The team’s offensive explosion may have been the biggest story of the playoffs so far, the truth is that the series between the Canucks and Blues essentially came down to one thing: Markstrom was very good, and Jordan Binnington was very bad.
The Canucks will look to repeat those circumstances against Robin Lehner and the Vegas Golden Knights, and the good news is that there are plenty of reasons to believe they can win the goaltending battle again in the second round.
Rattle Robin Lehner
In contrast, the Golden Knights’ tandem of Robin Lehner and Marc-Andre Fleury have struggled mightily to keep pucks out of the net. Fleury posted a paltry .868 save percentage in his two line starts while Lehner hasn’t been much better at .904.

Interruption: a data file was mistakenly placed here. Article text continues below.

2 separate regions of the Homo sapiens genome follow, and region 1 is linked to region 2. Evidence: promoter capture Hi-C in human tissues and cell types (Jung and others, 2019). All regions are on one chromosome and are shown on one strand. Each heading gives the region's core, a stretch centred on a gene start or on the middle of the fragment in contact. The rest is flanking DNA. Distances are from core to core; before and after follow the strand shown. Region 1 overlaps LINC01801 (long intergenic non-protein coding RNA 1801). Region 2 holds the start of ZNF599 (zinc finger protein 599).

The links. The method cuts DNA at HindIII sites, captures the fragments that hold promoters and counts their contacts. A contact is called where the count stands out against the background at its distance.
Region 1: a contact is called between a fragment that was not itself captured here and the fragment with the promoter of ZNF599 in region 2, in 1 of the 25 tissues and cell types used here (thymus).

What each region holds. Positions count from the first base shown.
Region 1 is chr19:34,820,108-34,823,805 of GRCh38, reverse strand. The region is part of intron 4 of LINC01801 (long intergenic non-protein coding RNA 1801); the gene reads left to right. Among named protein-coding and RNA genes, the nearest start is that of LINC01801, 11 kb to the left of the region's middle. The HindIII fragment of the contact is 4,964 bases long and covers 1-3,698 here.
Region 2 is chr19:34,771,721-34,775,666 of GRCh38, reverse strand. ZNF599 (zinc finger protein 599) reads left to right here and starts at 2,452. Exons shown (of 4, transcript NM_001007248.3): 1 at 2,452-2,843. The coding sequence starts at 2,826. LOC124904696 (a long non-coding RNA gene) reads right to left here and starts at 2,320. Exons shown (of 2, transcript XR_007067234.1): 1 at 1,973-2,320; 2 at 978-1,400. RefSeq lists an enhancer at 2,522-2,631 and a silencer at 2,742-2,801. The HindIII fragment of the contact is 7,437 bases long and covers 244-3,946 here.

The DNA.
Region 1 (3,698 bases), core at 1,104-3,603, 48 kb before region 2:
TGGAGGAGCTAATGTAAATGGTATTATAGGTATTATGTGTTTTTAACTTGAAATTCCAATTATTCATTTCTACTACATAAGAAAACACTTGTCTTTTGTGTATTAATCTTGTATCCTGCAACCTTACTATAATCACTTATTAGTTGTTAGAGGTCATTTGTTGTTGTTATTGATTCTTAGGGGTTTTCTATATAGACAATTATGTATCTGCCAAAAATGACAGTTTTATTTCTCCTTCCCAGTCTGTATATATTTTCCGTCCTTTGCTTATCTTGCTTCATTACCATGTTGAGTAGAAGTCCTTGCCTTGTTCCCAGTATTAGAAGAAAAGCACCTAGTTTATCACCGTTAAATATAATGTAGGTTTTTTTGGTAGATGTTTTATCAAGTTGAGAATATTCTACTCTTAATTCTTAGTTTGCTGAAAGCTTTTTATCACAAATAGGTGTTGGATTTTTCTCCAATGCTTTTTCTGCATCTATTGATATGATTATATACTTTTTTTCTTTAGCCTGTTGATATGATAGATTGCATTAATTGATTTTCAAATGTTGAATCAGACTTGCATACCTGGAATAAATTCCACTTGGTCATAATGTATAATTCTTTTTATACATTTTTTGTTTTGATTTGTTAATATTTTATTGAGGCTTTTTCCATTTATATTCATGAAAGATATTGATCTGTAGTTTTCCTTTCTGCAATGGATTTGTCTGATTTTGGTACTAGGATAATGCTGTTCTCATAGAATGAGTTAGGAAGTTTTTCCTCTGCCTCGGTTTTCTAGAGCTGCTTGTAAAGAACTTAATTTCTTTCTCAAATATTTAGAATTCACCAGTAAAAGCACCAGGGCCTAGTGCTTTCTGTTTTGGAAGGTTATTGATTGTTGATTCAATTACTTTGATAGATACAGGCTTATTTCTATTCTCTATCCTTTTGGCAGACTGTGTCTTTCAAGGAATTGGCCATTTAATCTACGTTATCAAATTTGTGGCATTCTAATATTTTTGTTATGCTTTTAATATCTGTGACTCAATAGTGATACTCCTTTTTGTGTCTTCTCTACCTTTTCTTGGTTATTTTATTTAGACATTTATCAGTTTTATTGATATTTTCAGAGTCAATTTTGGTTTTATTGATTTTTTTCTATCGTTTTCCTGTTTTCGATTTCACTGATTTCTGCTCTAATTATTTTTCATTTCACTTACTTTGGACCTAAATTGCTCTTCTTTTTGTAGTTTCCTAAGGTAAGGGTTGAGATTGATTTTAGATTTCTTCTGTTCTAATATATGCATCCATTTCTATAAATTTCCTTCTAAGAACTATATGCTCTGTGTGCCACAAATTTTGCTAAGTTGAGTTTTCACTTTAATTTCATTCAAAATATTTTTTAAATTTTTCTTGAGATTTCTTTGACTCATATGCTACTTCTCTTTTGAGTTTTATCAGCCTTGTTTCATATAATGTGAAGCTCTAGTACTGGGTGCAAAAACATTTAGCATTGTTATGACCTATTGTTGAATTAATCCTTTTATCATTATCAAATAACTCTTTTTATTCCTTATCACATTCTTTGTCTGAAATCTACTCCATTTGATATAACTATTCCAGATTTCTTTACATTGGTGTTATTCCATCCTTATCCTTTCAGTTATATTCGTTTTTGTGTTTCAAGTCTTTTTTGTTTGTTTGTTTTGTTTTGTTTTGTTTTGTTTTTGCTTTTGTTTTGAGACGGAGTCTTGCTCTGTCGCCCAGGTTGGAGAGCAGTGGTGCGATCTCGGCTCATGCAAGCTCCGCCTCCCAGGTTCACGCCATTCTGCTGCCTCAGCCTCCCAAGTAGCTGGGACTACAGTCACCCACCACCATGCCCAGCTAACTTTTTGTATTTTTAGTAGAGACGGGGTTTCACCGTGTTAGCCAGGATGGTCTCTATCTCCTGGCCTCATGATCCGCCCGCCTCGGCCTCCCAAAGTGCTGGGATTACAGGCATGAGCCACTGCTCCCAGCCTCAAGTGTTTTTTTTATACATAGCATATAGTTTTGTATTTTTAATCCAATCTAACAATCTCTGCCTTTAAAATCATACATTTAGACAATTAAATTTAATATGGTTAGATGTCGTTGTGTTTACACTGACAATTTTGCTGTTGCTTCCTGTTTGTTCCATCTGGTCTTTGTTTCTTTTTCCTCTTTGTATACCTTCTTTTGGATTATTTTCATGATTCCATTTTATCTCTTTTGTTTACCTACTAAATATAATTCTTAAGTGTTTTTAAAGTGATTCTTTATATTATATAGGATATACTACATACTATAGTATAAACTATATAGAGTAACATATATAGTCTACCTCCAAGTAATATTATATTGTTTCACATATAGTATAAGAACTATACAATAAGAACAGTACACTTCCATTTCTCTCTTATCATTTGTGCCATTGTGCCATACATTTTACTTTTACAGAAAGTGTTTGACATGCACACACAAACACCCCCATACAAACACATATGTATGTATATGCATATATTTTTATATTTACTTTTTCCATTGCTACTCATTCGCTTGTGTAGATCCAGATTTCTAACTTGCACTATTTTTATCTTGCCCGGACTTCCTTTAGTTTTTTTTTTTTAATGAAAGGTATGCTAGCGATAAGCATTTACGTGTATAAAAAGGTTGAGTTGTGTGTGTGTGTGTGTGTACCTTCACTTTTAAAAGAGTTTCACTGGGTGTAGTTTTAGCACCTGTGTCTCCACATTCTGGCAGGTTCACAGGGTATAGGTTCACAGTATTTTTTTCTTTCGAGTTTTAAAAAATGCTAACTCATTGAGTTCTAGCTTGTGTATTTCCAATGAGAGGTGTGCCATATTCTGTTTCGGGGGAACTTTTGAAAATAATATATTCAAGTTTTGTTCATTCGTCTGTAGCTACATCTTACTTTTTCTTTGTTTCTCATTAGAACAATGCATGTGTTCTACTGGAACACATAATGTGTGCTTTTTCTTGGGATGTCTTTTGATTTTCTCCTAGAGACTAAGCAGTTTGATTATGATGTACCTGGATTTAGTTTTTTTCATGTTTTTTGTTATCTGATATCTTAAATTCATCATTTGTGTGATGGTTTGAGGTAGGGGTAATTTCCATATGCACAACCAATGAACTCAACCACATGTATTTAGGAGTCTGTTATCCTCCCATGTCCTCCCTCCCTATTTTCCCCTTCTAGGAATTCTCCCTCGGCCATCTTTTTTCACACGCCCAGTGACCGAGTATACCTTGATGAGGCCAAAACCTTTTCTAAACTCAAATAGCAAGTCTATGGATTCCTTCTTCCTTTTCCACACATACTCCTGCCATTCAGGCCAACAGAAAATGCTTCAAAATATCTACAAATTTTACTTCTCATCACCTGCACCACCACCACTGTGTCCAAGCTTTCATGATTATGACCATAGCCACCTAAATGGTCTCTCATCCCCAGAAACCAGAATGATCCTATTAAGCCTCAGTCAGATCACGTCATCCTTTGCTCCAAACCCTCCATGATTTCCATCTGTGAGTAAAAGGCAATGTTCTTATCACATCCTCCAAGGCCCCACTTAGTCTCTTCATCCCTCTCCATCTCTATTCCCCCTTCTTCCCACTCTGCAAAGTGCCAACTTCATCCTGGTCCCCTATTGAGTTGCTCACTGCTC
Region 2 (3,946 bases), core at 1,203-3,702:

Fleury has traditionally had the Canucks’ number, but he’s been in the midst of a rapid decline all season.
To make matters even more interesting, Fleury’s agent Allen Walsh posted a bizarre tweet yesterday appearing to call out Vegas head coach Peter DeBoer.
@walsha why did you delete this tweet? Your job is to advocate on behalf of your client and your doing a fine job. Please continue beating this drum for the next 10-14 days. pic.twitter.com/MOgUhsyet1
— Uncle Sher (@UncleLaleet) August 23, 2020
Once again, the Canucks find themselves in a position to take advantage of a difficult situation in net for their opponents. If the Canucks can chase Lehner from the net early on like they did with Binnington, they may find themselves facing off against a cold, aging, and bitter Fleury. Or better yet, Peter DeBoer could be reluctant to turn to Fleury after the controversy, and stick with Lehner even if he struggles.